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Why I Am All For SOPA

January 19, 2012 By Matt Meltzer in Miami: Local News  | 13 Comments


I’m getting real sick of everyone thinking they deserve a free ride.

Internet and tech types got their collective tighty-whities in a bunch this week because Congress was voting on the Stop Online Piracy Act, or SOPA, which essentially would have made it a felony to illegally duplicate and disseminate copyrighted materials online.

In essence, stopping the free music and movie gravy train that everybody has been riding since Al Gore invented the Internet.

Wikipedia, Tumblr, and other major websites blacked out in protest. It seems that these people somehow think stealing creative works is somehow protected by the first amendment.

Well, movie thieves, sorry to break it to you but intellectual property theft was not an ideal our founding fathers set out protect.



I am one who makes part of my living off creative endeavors. In my case it’s writing, but it’s really not much different than music or photographs or anything else that creative people use their time, effort, talents and energy to produce.

So I NEVER want anything I’ve worked for to just be given away, unless the people who have paid me to write it deem that appropriate. Now this site is free, and the operators choose to give away the content. Fine. They pay me and after that how to make money off what I do is their decision.

BUT if they decided this should be a pay site, and I found some site reproducing my articles and GIVING it away? I’d be PISSED. Like when some on this site were trying to scan my Cosmo articles and post them on here. Uh-uh. Not cool. You pay for it or you don’t read it or you come over to my house and read the copy (which I paid $8 for) on my coffee table.



So I’m actually all for SOPA . I really don’t think it’s fair to the creative people who spend a lot of time and energy producing stuff to have it devalued and given away for free. If there’s no monetary incentive to producing quality work, then it will cease to exist. And that is damaging to our culture.

I don’t download music for free, unless there’s no way I can find it on a pay site. I don’t stream movies (except on Netflix, which I pay for) and I don’t download TV shows or movies. The arts and entertainment are based on the concept that you have to PAY for them. If we don’t, it’s only going to get worse as talented people will find more lucrative ways to use their talents.


Now I understand some are trembling at the thought of prison terms for illegally downloading music. But let’s stop and think for a minute about laws vs. enforcement of laws.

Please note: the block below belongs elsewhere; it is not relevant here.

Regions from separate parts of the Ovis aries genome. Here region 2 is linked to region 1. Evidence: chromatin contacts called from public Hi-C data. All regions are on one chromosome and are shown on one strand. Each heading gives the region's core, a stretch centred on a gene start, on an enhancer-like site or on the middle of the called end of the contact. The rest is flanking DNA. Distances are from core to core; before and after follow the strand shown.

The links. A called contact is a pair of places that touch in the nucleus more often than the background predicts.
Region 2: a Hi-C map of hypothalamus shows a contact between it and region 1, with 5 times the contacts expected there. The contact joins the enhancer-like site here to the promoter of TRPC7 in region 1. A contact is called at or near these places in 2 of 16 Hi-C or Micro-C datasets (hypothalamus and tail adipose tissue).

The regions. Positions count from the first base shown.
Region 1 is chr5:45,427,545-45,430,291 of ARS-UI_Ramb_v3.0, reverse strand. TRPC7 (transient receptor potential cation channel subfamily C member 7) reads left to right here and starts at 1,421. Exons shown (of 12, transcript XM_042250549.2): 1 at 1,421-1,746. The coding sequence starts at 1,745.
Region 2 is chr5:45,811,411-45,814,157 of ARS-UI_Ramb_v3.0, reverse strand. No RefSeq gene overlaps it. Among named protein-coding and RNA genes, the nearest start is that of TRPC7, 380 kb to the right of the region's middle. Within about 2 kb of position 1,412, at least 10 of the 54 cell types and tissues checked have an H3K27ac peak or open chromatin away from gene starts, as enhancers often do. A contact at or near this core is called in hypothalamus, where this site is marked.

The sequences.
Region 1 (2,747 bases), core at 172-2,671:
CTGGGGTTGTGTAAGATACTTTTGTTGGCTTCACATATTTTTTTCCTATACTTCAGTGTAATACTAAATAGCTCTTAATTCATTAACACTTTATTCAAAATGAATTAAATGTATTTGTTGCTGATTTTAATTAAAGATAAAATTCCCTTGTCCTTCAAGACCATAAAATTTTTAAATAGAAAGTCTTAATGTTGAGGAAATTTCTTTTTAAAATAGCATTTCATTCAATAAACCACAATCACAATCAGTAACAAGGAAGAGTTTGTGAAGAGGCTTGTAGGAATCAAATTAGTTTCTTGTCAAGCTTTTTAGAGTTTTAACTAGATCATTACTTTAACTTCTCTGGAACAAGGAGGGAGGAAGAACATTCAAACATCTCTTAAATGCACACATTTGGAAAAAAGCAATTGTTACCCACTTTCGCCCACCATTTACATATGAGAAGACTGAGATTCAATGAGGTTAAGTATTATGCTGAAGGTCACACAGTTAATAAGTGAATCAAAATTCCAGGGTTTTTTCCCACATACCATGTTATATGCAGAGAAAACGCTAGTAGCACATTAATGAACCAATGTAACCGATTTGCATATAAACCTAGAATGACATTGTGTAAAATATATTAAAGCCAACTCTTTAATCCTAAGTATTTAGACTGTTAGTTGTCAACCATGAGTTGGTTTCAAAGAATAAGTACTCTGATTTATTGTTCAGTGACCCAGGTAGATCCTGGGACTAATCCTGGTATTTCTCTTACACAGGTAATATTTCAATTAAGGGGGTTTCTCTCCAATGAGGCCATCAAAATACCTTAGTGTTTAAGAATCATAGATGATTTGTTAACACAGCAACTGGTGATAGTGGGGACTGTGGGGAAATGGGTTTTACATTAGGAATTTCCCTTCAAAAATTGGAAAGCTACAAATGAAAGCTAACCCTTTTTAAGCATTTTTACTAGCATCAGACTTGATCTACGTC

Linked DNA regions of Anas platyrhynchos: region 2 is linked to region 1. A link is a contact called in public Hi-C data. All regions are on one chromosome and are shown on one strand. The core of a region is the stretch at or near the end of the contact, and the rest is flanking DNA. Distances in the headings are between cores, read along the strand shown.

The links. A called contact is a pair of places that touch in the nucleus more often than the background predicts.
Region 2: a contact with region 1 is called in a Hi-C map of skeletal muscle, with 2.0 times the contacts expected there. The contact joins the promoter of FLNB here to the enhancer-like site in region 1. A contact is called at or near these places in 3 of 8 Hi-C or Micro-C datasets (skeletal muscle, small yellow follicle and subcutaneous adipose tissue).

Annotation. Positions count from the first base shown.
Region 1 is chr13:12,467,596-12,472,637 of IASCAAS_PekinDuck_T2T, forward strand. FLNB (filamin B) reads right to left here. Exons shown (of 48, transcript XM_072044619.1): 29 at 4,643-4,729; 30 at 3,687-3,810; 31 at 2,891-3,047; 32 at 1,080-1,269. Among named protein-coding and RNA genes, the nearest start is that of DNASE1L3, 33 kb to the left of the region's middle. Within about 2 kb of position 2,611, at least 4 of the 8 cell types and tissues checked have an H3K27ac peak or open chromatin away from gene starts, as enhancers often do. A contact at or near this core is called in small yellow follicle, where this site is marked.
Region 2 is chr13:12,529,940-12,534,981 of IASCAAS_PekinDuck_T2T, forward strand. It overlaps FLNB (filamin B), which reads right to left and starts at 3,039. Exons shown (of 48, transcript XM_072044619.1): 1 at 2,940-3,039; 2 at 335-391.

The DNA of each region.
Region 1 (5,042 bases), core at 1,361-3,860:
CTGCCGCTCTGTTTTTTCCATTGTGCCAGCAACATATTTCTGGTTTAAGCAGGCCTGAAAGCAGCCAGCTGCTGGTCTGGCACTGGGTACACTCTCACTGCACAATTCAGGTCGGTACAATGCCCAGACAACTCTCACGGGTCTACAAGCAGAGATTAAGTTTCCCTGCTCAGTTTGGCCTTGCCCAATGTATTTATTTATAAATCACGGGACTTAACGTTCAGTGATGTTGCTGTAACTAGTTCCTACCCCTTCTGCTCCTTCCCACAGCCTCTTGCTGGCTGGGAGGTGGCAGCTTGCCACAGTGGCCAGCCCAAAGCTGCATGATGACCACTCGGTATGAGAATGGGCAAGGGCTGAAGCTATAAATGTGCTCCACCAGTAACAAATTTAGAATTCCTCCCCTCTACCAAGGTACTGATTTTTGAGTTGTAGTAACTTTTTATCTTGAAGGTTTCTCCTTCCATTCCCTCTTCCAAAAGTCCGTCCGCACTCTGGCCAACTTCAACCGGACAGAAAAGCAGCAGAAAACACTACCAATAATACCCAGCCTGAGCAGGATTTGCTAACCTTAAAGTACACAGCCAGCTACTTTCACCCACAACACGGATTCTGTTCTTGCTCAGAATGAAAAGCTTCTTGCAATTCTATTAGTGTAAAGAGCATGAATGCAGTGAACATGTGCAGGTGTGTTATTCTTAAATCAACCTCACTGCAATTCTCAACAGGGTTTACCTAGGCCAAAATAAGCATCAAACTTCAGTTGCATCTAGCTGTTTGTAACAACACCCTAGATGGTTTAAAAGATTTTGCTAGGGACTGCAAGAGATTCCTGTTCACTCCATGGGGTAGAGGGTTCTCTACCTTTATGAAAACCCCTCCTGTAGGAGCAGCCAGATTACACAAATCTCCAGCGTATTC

The police in Miami have a hard time arresting drunk drivers and drug smugglers. You really think Metro-Dade and the FBI are gonna spend any of their resources arresting a kid for lip-syncing to Justin Beiber on YouTube? Sure, the penalty is there as a deterrent. But I’d be shocked in anyone ever served time under SOPA.

Internet piracy is a serious epidemic affecting the creative industries. The civil suit route is obviously not working, so what other options do we have? Lacking some criminal teeth, what’s to stop everyone from stealing our work forever? Illegal downloading and streaming is theft. And last I checked, theft is a crime. So why are we even having this discussion?


And before you all jump on me as a hypocrite, yes, I admit, I’ve used other people’s pictures on this site. If it were criminal, I would not. We get cease and desists occasionally. And we cease and desist. And if SOPA were passed I would find other ways of posting images. Common use sites, my own pictures, or other resources. I’m willing to give up my hijacked photos so that we can stop the widespread theft of creative work.

You all are too used to getting a free ride. Having to pay for things that other people worked to produce shouldn’t be looked at as irregular. Rather, it should be the norm. You want to watch a movie? Pay the ten bucks and go see it. You wanna hear a song? Shell out the $1.09 and get it on iTunes. Stealing my work is not free speech. It’s theft. And all SOPA is doing is reminding us of that fact.

“SOPA” picture from
“Sax Player” picture from
“CR Poster” picture from
“CSI” picture from
“Blob” picture from
All Creative Commons licensed

Related Categories: Miami: Local News,

About the Author: Matt Meltzer is a featured columnist at Miami Beach 411.